Category Archives: Uncategorized

Public Health, Rights, and Protest in the Age of COVID-19

Jennifer Tunnicliffe COVID-19 and the steps taken to inhibit its spread have inspired significant opposition across Canada over the past ten months. Protestors have rallied against measures implemented by provincial governments, and movements such as The Line Canada and March to Unmask have used public demonstrations and social media platforms to denounce mandatory mask-wearing, quarantine procedures, travel restrictions, and lockdown… Read more »

A Structural Pandemic: On Statues, Colonial Violence, and the Importance of History (Part III)

Kristine Alexander and Mary Jane Logan McCallum While – as shown in our previous post – Guiding and Scouting were inextricably linked to British imperialism and settler colonialism, some Indigenous students in Canadian Indian residential schools also found that these organizations provided a refuge in an alien environment and a short break from labour and strict routine. It was an… Read more »

A Structural Pandemic: On Statues, Colonial Violence, and the Importance of History (Part II)

Kristine Alexander and Mary Jane Logan McCallum As we documented in our previous post, looking more closely at the history of Scouting and Guiding reveals that the divide between colonialist violence, fascist discipline, and peaceful pedagogy was not quite as stark as Baden-Powell and his supporters would have us believe. Instead of insisting on the ideological opposition between Scouting and… Read more »

135 Years Since the Last Spike: Colonialism and Resistance on Canada’s Railways

By Thomas Blampied For those following the Canadian railway industry, 2020 was supposed to be a year of celebration. Canadian National Railway (CN), was continuing with its CN100 celebrations to commemorate the 100th anniversary of being bailed out and nationalized by the Canadian government in 1919 (it wasn’t privatized until 1995). The Canadian Pacific Railway (CPR) was to mark the… Read more »

Spooky Sources to Teach, and Challenge, Canadian history

By Samantha Cutrara I like a good theme, and what better theme is there than Halloween? With Halloween falling on a Saturday this year, I wanted to use it to have  “spooky” conversations for my Source Saturday video series on YouTube (also available as a podcast). Source Saturday is a new video & podcast series where I talk with historians,… Read more »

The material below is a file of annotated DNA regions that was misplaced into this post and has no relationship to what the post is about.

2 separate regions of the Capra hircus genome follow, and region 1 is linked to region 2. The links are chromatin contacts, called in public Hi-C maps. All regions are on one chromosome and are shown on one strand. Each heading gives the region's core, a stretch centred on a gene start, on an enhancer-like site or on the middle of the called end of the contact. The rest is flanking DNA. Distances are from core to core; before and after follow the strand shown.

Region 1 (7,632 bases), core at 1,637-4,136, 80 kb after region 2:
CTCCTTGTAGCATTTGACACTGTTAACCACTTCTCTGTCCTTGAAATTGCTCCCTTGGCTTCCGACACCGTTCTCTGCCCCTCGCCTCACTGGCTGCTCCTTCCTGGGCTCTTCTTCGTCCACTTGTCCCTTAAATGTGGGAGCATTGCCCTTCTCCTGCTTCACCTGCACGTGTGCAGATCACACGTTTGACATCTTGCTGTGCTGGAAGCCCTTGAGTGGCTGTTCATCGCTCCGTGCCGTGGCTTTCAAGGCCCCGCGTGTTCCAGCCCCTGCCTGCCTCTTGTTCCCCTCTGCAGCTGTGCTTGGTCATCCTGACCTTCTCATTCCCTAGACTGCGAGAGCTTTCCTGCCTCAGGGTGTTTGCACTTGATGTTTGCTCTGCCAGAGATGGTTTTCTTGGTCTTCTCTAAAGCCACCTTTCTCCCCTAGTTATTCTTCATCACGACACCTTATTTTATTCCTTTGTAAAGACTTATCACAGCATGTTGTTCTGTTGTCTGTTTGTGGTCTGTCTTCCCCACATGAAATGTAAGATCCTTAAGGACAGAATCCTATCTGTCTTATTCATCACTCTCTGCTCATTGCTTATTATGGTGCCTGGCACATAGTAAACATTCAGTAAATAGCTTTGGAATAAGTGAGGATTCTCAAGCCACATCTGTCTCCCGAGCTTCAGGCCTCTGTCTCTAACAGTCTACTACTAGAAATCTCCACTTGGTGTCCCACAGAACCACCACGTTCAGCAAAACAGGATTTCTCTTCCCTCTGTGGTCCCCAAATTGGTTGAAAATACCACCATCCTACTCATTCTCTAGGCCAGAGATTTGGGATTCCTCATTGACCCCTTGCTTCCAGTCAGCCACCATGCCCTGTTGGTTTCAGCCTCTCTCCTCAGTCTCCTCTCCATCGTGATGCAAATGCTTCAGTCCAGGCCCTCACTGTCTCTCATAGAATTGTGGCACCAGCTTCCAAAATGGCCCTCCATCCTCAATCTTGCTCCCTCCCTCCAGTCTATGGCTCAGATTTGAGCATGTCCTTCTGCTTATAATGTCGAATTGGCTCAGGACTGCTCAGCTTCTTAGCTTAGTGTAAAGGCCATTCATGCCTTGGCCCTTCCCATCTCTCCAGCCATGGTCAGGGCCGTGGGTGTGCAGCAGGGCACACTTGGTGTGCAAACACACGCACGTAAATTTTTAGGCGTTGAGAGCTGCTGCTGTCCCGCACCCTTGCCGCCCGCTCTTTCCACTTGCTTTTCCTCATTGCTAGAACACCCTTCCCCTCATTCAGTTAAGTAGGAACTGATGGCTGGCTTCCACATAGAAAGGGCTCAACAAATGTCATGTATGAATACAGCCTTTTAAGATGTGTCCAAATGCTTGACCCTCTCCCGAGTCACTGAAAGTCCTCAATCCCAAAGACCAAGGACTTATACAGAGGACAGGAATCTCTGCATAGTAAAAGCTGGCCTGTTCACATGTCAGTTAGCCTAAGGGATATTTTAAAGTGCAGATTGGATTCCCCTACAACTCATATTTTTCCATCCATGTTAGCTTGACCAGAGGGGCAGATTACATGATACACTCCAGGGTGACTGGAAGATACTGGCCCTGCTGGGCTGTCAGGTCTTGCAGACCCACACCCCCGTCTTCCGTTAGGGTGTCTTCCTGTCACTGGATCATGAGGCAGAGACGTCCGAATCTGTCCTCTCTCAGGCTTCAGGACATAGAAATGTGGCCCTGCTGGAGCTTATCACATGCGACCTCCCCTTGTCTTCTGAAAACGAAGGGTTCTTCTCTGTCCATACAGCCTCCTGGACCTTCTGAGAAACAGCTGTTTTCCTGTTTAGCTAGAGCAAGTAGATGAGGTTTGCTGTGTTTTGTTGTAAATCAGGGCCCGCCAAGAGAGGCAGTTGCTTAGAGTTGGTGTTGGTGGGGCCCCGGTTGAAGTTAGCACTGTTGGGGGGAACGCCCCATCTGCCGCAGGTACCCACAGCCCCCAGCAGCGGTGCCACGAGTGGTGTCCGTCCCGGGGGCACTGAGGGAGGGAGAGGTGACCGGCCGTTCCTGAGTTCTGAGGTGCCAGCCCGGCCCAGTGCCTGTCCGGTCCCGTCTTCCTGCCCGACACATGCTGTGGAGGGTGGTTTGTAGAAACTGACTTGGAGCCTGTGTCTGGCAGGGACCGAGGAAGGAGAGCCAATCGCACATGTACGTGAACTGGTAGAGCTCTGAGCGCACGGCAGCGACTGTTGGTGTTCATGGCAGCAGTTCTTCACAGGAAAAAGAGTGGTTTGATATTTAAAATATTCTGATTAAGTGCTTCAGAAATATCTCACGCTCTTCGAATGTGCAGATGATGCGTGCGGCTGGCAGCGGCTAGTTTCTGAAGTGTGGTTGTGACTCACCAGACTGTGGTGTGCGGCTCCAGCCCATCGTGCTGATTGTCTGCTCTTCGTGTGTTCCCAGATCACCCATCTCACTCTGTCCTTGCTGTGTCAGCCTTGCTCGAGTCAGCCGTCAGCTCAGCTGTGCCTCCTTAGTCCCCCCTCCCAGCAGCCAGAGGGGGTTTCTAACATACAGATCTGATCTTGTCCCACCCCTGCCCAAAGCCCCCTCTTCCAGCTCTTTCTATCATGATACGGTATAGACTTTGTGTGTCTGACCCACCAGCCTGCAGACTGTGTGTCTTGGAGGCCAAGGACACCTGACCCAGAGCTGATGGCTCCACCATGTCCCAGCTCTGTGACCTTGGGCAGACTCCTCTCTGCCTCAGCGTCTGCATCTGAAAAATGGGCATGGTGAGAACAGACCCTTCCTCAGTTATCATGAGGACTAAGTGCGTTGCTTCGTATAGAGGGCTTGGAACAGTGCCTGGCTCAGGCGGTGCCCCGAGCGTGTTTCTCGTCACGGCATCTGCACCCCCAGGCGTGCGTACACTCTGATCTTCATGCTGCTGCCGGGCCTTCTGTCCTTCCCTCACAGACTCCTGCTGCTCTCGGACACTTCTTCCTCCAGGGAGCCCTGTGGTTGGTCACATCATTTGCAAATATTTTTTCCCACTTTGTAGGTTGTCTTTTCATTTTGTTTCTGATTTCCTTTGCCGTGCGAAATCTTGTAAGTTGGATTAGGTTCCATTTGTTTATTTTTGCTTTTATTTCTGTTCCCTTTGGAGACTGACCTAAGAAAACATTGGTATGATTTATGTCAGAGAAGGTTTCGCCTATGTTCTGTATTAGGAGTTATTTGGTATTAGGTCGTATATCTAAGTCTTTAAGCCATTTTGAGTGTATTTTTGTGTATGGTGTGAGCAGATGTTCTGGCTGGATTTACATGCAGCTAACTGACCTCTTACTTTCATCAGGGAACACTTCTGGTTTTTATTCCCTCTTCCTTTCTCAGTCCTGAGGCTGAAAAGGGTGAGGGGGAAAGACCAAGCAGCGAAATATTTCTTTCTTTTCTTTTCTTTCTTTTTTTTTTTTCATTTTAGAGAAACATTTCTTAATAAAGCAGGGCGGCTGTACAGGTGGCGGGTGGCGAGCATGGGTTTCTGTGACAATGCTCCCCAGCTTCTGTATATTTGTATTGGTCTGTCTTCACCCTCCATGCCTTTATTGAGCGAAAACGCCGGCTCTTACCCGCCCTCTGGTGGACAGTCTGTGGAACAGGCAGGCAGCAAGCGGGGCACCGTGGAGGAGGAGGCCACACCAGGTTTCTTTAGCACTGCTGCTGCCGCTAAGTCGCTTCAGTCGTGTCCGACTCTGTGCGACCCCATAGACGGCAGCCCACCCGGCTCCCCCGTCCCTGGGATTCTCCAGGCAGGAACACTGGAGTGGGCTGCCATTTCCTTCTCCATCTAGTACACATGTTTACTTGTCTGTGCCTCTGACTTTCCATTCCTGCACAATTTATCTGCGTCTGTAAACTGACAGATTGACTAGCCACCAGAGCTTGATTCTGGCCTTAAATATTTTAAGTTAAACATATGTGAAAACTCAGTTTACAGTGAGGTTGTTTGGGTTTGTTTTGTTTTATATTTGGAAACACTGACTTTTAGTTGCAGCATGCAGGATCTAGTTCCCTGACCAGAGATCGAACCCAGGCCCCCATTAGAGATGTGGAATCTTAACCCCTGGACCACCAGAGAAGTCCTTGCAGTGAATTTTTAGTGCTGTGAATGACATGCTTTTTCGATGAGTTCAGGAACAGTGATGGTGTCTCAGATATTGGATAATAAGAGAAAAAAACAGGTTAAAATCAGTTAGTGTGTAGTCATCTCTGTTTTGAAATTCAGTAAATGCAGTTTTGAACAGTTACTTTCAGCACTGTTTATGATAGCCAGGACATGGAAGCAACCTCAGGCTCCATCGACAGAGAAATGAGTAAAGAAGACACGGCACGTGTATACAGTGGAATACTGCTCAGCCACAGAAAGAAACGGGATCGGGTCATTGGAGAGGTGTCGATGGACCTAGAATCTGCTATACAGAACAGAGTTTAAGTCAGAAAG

History Slam Episode 167: Halloween Costumes Through the 20th Century

http://activehistory.ca/wp-content/uploads/2020/10/History-Slam-167.mp3Podcast: Play in new window | DownloadBy Sean Graham This year, Halloween will look very different in communities across the country. Even though Trick or Treating may not be possible, there are still going to be opportunities to dress up in creative and fun costumes. For as much as getting candy made Halloween an exciting event when I was a… Read more »

History Slam Episode 164: Words Have a Past

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http://activehistory.ca/wp-content/uploads/2020/10/History-Slam-164.mp3Podcast: Play in new window | DownloadBy Sean Graham In this episode of the History Slam, I talk with Jane Griffith about the book Words Have a Past: The English Language, Colonialism, and the Newspapers of Indian Boarding Schools. We talk about why schools published newspapers, who the intended audiences were, and the information they did not include. We also discuss… Read more »

History Slam Episode 158: White Appropriations of Black Masculinities in the Civil Rights Era

http://activehistory.ca/wp-content/uploads/2020/08/History-Slam-158.mp3Podcast: Play in new window | DownloadBy Sean Graham The years following the Second World War saw major changes to American society, from the rise of suburbs to powerful social movements to shifting international priorities. Within that change, popular culture took on a new significance in American life as television spread across the country and radio stations increasingly shifted to… Read more »

Pity and Destiny: An Indigenous Student at the Manitoba School for the Deaf, 1904-1916

Sandy Barron Historians of deaf communities and disability can no longer take for granted that our field cuts across those of race, class, and gender in consistent ways. Although in recent years scholarship and activism have begun to redraw and trouble these distinctions, deaf and disability histories in Canada have only begun to wrestle with the nation’s colonial past and… Read more »

The Sounds of Solidarity: An Oral History of Rhythm Activism’s Oka and Oka II

Sean Carleton  To mark the 30th anniversary of the siege of Kanehsatà:ke and Kahnawá:ke, commonly known as the 1990 “Oka Crisis,” I have been interviewing a number of non-Indigenous musicians about the music they made in solidarity with the Mohawk land struggle. I’ve spoken with Chris Hannah from the thrash punk band Propagandhi and hip hop artist Maestro Fresh-Wes about… Read more »